David Cain said he was struck by the "humanity" and "beauty" of inquest evidence into 96 deaths.Read more
Former Liverpool keeper recalls how fans begged him to help at Hillsborough disaster 30 years ago.
Thirty years since Hillsborough, three men who survived the disaster recall their experiences.
Jurors in the manslaughter trial of match commander David Duckenfield are unable to reach a verdict.
A potential retrial of Hillsborough match commander David Duckenfield would be a "real strain" on survivors and the families of victims, says Liverpool Mayor Joe Anderson.
Former Ch Supt David Duckenfield, now 74, stood trial for the gross negligence manslaughter of 95 Liverpool fans in the 1989 disaster.
The jury at Preston Crown Court failed to reach a verdict on Mr Duckenfield but the Crown Prosecution Service said it plans to seek a retrial.
Mr Anderson has warned the people of Liverpool not to do anything which might undermine any future legal proceedings.
Mr Anderson said:
Having already sat through the longest inquest in British legal history, for the families – and the survivors – the prospect of another trial to wait for and endure, will no doubt prove a huge strain.
We must all remember that the judicial authorities will now have to decide what will happen next as a result of today’s proceedings.
I would therefore ask everyone to be conscious of the need not to do or say anything which might undermine that, no matter how they might be feeling at the moment.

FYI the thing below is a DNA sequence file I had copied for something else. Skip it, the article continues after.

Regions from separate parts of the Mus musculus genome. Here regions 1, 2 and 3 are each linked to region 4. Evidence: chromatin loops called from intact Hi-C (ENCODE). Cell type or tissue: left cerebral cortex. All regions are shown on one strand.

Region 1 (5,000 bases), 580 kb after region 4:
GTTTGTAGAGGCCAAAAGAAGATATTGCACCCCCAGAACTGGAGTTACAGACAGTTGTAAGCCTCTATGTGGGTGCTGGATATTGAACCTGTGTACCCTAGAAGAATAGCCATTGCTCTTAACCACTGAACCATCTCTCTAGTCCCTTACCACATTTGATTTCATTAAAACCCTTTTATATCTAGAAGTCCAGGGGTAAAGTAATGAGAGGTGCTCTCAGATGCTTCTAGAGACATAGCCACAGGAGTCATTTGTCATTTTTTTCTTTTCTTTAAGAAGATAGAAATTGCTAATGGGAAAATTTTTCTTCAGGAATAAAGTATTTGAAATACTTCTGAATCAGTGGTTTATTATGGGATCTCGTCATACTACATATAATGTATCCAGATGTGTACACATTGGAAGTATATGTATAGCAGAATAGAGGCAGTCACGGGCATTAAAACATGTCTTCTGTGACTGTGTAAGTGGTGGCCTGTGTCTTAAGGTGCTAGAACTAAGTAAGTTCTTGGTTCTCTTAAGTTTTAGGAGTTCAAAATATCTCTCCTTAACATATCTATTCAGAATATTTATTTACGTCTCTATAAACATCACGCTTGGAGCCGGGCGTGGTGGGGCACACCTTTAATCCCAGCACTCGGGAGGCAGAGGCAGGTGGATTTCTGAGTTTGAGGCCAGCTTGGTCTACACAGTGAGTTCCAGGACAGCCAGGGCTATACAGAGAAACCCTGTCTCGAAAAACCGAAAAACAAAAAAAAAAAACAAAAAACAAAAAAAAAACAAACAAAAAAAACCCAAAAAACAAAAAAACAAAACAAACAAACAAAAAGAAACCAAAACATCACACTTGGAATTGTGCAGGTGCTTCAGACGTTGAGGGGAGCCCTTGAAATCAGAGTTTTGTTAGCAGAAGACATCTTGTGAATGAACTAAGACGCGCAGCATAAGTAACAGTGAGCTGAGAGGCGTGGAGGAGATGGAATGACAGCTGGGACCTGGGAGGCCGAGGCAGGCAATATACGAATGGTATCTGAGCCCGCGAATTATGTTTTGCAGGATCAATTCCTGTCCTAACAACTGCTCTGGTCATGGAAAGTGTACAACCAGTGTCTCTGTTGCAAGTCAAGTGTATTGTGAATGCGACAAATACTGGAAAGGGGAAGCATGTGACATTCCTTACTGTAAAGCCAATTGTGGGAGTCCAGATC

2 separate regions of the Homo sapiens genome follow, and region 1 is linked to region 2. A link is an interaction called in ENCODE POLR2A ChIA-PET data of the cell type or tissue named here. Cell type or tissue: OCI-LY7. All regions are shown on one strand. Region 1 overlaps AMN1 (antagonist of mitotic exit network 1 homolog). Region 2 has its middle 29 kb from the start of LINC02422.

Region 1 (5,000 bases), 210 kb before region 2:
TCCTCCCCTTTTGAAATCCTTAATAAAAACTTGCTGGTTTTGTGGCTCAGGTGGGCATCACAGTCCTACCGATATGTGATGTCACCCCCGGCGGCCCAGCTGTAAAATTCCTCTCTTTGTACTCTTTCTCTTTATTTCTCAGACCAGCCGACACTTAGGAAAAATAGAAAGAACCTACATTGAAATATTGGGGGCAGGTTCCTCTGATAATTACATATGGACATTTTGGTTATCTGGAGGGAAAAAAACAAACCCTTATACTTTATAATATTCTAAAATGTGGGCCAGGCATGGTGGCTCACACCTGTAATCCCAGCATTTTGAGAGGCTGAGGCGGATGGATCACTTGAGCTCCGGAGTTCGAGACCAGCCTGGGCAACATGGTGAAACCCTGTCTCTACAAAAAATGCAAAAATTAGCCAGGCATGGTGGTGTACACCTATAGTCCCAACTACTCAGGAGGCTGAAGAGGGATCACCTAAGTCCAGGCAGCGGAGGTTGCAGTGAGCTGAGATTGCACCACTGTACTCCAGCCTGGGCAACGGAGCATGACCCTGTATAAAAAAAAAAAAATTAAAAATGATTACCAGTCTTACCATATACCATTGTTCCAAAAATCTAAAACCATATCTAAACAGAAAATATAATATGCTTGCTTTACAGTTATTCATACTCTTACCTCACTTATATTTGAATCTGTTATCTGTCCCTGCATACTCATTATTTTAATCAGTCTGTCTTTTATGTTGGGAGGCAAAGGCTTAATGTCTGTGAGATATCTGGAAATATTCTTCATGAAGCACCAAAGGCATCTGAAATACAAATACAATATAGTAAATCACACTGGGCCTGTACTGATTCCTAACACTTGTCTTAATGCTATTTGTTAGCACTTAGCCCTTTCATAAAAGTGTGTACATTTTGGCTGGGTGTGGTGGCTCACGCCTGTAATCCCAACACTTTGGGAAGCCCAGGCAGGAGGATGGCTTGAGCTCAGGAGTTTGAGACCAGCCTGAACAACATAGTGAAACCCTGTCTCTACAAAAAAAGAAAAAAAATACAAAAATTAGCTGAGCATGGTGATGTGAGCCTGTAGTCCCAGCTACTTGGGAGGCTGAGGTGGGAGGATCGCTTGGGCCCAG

Margaret Aspinall, the chairwoman of the Hillsborough Family Support Group, has said thanked the jury in the trial of match commander David Duckenfield, saying that it has "not been easy for them as it's not been easy for the families".
Mrs Aspinall, whose son James died in the disaster, said:
I'd like to thank the jury for taking weeks of deliberation, it's not been easy for them as it's not been easy for the families.
I'll organise a family meeting to have a discussion with the families [and] see how they're feeling about going forward again.
We've got the 30th anniversary coming up in two weeks, which is very difficult anyway.
Thirty years has been one hell of a long time. I've been living in the past, everything in the past and not able to move forward.
I ask people to bear with us and not put anything on social media.
A spokesman for Liverpool says the club "would like to reiterate our support and admiration for the Hillsborough families, survivors and campaigners in light of today’s verdicts".
In a statement issued after a jury failed to reach a verdict over a charge of gross negligence manslaughter against match commander David Duckenfield, the club spokesman said:
While forthcoming legal proceedings restrict comment on the outcome of the trial, we acknowledge the guilty verdict for Graham Mackrell and can empathise with the frustration shared by everyone affected by the Hillsborough tragedy that the outcome was not definitive.
Our thoughts are with all those who continue to be affected by the Hillsborough tragedy and the 96 Liverpool supporters who went to watch their team and never came home.